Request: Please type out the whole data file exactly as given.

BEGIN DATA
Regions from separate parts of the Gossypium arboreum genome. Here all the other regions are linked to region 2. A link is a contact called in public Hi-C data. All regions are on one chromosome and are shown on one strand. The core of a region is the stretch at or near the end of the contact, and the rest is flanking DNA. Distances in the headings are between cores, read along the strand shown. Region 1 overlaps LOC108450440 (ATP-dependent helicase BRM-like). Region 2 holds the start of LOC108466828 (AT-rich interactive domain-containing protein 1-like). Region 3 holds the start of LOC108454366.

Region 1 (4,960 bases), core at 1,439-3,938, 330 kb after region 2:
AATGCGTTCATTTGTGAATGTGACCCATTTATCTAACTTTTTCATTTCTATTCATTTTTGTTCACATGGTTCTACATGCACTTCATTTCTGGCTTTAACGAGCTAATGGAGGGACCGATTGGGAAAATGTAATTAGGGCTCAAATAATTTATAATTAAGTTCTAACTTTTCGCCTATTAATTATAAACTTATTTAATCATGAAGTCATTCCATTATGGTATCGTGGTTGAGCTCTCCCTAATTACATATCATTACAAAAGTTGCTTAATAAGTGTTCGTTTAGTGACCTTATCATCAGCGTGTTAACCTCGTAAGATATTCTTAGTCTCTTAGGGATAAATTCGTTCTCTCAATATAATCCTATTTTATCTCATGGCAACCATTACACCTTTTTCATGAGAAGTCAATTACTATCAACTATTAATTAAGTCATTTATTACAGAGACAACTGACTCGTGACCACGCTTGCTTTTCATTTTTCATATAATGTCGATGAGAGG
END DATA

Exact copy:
Regions from separate parts of the Gossypium arboreum genome. Here all the other regions are linked to region 2. A link is a contact called in public Hi-C data. All regions are on one chromosome and are shown on one strand. The core of a region is the stretch at or near the end of the contact, and the rest is flanking DNA. Distances in the headings are between cores, read along the strand shown. Region 1 overlaps LOC108450440 (ATP-dependent helicase BRM-like). Region 2 holds the start of LOC108466828 (AT-rich interactive domain-containing protein 1-like). Region 3 holds the start of LOC108454366.

Region 1 (4,960 bases), core at 1,439-3,938, 330 kb after region 2:
AATGCGTTCATTTGTGAATGTGACCCATTTATCTAACTTTTTCATTTCTATTCATTTTTGTTCACATGGTTCTACATGCACTTCATTTCTGGCTTTAACGAGCTAATGGAGGGACCGATTGGGAAAATGTAATTAGGGCTCAAATAATTTATAATTAAGTTCTAACTTTTCGCCTATTAATTATAAACTTATTTAATCATGAAGTCATTCCATTATGGTATCGTGGTTGAGCTCTCCCTAATTACATATCATTACAAAAGTTGCTTAATAAGTGTTCGTTTAGTGACCTTATCATCAGCGTGTTAACCTCGTAAGATATTCTTAGTCTCTTAGGGATAAATTCGTTCTCTCAATATAATCCTATTTTATCTCATGGCAACCATTACACCTTTTTCATGAGAAGTCAATTACTATCAACTATTAATTAAGTCATTTATTACAGAGACAACTGACTCGTGACCACGCTTGCTTTTCATTTTTCATATAATGTCGATGAGAGG